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After years of red tape and red ink, Mass. hemp companies are finally turning a profit

Change in fortune attributed to 2020 law allowing sales to marijuana operators

Production manager Shannon Fahey fills containers with salve at The Healing Rose production facility in Newburyport. Along with other local hemp and CBD firms, the company is seeing new success thanks to a recent state law allowing them to sell their goods through marijuana dispensaries.Josh Reynolds for The Boston Globe

For years, Massachusetts hemp farmers seemed hopelessly mired in red tape — and red ink.

The federal legalization in 2018 of marijuana’s noninebriating cousin should have been a boon for those growing and processing the crop, coming amid exploding consumer demand for hemp-derived cannabidiol (or CBD) and its wide range of claimed medical benefits.

Instead, the change kicked off an ongoing period of regulatory pandemonium, with authorities in various states issuing shifting and sometimes contradictory interim rules as they continue to await Food and Drug Administration guidance explicitly allowing CBD to be incorporated into supplements and other edible products.

Local hemp companies were caught in the middle of the chaos. Confined by state agricultural officials to making less-lucrative products such as topical lotions, they have watched in exasperation as operators from other states with looser rules or less enforcement openly flout Massachusetts law and flood the shelves of gas stations and even major retailers here with CBD gummies, sodas, and other edibles containing hemp extracts.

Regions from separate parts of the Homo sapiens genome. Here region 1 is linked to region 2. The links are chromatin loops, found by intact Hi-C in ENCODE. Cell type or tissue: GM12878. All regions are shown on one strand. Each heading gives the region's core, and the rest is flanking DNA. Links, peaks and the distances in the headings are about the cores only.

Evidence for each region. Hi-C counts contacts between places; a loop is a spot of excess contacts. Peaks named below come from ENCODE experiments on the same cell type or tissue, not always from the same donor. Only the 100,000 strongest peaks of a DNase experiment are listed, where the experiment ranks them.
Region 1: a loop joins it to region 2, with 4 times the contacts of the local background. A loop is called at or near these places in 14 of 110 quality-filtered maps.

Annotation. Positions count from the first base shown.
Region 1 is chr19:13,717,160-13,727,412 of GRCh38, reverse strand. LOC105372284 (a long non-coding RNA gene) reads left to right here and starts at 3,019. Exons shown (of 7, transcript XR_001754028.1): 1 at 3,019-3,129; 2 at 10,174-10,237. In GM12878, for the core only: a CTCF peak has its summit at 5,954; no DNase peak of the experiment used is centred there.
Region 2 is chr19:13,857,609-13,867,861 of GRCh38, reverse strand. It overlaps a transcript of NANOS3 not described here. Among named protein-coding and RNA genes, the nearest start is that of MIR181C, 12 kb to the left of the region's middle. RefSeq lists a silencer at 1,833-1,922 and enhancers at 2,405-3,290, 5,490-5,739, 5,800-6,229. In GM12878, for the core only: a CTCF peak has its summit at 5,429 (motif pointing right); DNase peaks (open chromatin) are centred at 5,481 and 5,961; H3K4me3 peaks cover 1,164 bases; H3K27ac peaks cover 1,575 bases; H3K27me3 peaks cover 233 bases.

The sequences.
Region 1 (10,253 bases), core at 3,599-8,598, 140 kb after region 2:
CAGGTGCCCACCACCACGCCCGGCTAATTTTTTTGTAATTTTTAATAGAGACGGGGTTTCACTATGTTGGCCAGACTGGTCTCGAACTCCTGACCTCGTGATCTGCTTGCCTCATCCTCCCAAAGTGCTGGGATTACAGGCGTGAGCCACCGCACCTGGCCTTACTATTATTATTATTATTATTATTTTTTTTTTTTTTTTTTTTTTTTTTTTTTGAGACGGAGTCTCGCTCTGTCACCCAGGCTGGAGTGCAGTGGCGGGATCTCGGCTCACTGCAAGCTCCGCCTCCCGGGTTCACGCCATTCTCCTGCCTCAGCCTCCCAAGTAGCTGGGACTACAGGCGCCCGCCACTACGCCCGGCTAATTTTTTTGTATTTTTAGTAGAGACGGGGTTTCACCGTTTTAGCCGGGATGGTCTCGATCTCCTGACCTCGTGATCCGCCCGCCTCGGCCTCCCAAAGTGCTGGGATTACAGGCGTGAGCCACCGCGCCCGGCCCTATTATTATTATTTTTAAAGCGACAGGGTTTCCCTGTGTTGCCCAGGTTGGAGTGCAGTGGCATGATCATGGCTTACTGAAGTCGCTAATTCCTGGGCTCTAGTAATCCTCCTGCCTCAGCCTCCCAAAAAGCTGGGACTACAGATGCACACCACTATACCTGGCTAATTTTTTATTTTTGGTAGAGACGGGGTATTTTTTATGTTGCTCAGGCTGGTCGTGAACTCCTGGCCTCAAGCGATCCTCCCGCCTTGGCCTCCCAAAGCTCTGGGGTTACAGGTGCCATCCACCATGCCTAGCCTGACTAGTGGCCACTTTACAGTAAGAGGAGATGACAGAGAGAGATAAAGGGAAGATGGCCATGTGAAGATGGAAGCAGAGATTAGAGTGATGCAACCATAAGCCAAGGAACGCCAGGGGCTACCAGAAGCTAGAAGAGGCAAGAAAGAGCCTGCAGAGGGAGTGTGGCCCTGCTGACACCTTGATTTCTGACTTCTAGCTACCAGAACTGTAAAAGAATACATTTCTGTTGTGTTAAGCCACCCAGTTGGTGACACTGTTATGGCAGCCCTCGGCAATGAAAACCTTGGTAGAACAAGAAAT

This season, however, local hemp growers and processors expect to finally see some green, thanks to new state rules allowing them to partner with marijuana companies that have more legal leeway to make CBD edibles.


“There have been a lot of growing pains, but I think 2022 is going to be the year for hemp farmers in Massachusetts,” said Linda Noel, a longtime cannabis advocate and farmer who cultivates hemp at Terrapin Farm in Franklin. “The regulations, for once, are clear. We’re poised to succeed.”

The reversal of fortune for the beleaguered industry is largely attributable to a 2020 state law that allows in-state hemp companies to sell their products to Massachusetts marijuana operators. Implemented over the past year or so, the change has connected hemp growers and manufacturers to a fast-growing retail market with a ready-made customer base of cannabis enthusiasts, leading to skyrocketing sales and reviving hopes that the hardy cash crop could help stabilize the state’s shrinking number of family farms.


It’s a seemingly obvious pairing — after all, hemp and marijuana are two forms of the same species of cannabis plant, with hemp simply containing much less THC (the compound responsible for marijuana’s characteristic high). But the two sectors previously could not do business with each other, thanks to the shifting hemp regulations, marijuana’s status as an illegal drug at the federal level, and strict state rules around the tracking and manufacture of marijuana products.

Now, with the 2020 bill taking effect, shelves at medical dispensaries and recreational marijuana retailers in the state are increasingly packed with a wide variety of products containing Massachusetts-grown hemp. They include CBD lip balms, lotions, and THC-free extracts made by hemp firms themselves, plus tinctures and edibles manufactured by marijuana companies that incorporate raw flower purchased from local hemp farmers or extracts from local hemp processors.

The Healing Rose, a hemp manufacturer in Newburyport that makes extracts and body care products containing CBD and other non-THC cannabinoids, said its revenue has more than tripled over the past 12 months thanks to the law.